In a faculty meeting on Feb. 2, administrators discussed plans to renovate the high school, including adding to the building, expanding the Forum, altering department offices and increasing classroom space, according to three teachers who learned about the project at the meeting.
The renovation is set to begin in 2023.
The expanded high school building—with the field, gym, parking garage, Forum and hallways of classrooms overlooking the field—opened in 2006. Construction of the new lower/middle school building was completed in 2020.
In the Feb. 2 meeting, Assistant Principal for School Life Quinn Killy presented a slideshow with maps of the campus now and after the changes would be made. A representative from the school’s architecture firm also attended the meeting to answer teachers’ questions about the details of the renovation.
After the presentation, the teachers split into three discussion groups to discuss changes that would be made to the faculty offices, talk about staff amenities and ask administrators questions, according to history teacher Richard Avidon.
Science teacher Greg Dallinger said in an interview that the school’s plans do not seem certain. “I’ll believe it when there are shovels in the ground. That’s when it’s happening,” he said.
Killy, Head of School Russell Shaw, High School Principal Katie Gibson and Chief Financial Officer Jeffrey Houser were not available for interviews with the Bit prior to the publication of this story.
Avidon told the Bit that GDS is planning to add 18 feet to the side of the building that faces Davenport Street, which could require changes to the drop-off circle. History teacher Sue Ikenberry said that the school will expand by “10 or 15 feet” in one direction.
According to Avidon and history teacher Topher Dunne, the school plans to use the addition to expand the Forum to fit the entire high school and add classrooms or increase the size of existing ones.
The addition would also allow for GDS to build more study rooms, according to librarian Rhona Campbell.
Dunne said that the grade deans’ offices might be moved to create an area dedicated to student support and activities, including the learning specialists and possibly offices for clubs.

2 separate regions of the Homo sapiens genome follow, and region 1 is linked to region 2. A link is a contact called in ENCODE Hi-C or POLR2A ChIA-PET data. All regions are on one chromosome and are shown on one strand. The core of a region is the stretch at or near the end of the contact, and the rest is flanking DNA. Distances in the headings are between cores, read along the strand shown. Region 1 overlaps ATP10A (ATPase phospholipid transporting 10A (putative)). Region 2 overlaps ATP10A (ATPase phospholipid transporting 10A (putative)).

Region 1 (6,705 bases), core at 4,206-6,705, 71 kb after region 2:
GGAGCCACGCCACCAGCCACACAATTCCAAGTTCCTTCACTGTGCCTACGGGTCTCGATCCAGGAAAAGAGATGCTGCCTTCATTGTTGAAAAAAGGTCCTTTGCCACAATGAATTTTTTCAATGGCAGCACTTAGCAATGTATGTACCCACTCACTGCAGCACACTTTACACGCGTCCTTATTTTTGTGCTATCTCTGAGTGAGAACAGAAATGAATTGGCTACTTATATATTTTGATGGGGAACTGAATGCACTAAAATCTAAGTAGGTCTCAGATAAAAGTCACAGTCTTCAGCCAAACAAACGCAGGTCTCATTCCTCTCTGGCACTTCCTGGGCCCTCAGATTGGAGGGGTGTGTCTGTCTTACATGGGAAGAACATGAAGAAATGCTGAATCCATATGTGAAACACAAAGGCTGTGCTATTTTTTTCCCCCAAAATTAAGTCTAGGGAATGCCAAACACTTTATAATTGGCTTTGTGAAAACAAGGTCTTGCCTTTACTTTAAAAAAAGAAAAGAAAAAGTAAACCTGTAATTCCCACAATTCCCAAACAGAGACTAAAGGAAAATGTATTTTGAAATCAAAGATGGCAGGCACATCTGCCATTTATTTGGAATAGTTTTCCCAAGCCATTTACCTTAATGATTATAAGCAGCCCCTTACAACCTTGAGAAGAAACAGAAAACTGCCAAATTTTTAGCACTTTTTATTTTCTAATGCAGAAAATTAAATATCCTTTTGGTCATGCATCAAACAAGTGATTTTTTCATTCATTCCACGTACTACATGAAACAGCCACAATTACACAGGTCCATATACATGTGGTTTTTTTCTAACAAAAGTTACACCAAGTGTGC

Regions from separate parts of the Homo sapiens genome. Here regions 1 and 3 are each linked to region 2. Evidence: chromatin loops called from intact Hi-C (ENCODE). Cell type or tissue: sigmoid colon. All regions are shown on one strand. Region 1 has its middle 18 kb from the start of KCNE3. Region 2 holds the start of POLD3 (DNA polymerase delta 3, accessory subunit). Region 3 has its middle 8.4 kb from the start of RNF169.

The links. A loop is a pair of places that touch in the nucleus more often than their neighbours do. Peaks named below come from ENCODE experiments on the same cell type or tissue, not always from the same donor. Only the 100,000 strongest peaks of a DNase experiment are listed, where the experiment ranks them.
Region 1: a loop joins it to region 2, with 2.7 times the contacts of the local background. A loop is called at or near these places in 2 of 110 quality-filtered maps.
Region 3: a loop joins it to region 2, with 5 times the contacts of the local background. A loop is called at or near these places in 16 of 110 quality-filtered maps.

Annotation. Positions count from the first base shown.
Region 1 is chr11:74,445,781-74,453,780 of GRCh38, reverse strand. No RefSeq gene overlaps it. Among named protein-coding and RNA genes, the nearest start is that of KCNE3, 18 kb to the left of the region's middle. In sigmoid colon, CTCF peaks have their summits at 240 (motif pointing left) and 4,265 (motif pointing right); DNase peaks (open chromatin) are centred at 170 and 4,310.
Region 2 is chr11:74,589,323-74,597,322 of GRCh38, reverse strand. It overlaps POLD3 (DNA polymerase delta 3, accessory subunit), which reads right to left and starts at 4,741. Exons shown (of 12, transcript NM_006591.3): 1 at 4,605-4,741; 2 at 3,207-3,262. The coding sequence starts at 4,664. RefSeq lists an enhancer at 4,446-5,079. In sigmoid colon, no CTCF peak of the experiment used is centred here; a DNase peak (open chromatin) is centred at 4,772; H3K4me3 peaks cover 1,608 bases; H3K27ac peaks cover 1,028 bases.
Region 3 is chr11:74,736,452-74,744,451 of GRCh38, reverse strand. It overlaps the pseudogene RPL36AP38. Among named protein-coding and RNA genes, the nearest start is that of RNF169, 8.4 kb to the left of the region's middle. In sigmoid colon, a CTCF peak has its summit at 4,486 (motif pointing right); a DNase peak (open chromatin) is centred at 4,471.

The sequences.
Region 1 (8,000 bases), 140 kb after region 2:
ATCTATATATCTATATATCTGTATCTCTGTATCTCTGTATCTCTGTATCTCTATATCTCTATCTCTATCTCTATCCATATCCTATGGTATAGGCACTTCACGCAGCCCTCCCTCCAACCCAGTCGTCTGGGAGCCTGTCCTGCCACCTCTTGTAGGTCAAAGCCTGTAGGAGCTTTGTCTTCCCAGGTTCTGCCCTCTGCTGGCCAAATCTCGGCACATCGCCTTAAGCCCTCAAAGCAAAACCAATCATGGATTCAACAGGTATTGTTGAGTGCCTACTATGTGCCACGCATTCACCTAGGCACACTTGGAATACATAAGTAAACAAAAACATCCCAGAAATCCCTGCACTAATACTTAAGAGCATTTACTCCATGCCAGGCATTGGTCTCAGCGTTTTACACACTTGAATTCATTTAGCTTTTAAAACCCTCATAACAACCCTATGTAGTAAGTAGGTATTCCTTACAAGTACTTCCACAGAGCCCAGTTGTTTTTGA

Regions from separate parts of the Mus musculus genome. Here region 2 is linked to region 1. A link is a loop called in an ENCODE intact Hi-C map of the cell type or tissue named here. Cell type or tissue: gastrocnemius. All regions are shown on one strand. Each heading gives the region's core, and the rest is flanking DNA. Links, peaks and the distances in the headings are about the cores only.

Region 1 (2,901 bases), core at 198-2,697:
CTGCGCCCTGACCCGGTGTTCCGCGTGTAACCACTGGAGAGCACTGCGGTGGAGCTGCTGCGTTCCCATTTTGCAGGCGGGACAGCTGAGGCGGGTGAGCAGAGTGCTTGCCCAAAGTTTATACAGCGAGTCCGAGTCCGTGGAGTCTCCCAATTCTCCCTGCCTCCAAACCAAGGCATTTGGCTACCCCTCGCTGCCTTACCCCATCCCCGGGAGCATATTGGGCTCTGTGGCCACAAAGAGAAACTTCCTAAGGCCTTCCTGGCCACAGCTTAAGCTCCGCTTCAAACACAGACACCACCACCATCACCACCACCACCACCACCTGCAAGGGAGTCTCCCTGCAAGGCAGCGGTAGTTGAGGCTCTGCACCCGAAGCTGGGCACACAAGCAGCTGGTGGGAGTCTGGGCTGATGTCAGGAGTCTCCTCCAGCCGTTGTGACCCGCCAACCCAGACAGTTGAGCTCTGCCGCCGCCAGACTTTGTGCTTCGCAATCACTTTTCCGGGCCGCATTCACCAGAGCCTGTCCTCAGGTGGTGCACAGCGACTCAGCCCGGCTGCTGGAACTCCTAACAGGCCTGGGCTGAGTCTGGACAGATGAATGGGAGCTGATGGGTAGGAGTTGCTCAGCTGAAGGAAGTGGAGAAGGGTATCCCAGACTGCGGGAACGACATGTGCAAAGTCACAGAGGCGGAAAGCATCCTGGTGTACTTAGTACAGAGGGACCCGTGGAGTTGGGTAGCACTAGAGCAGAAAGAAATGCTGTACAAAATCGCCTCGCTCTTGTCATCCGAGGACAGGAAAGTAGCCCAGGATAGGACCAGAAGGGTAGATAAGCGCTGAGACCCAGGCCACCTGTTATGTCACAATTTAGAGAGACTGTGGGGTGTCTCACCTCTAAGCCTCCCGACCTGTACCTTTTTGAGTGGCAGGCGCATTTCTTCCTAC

English teacher Julianne McCobin said that she and her colleagues in the English department talked after the staff meeting about what they wanted for their office in the renovation. They discussed hopes for “lots of bookshelves in our office, alternatives to fluorescent lighting, and things like that to really have a cozy, collaborative sort of space,” McCobin said.
McCobin said that the department offices “might be moving.” She added that moving the offices could “change maybe the feel of the school” if they are placed in one area of the building.
Latin teacher Nicola McCutcheon is excited about the upcoming renovation. “Updates to the space are always great,” she said in an interview.
History teacher Sue Ikenberry said that the administrators proposed making department offices smaller while adding more space dedicated to faculty, such as the lounge, to compensate.
Ikenberry, who has taught at the school for 39 years, said, “My feeling was don’t touch the offices—the offices work well as they are.
“One of the things that makes this a very unique school is we are available to you,” Ikenberry said. “To me, having a quiet place where I can grade papers and a kid can’t go is a little bit contrary to what I think makes the school so special.”
Junior Adina Siff, when told of the school’s plans, was concerned that teachers wouldn’t have enough room to do their work if their offices shrank: “They work so hard. They deserve enough space.”
Sophomore Posy Brown said in an interview that she is worried that the expansion would make the high school feel less personal. “When you walk in, you see the Forum, and it’s so crowded; it’s like this whole community,” Brown said, explaining her preference that the Forum not change.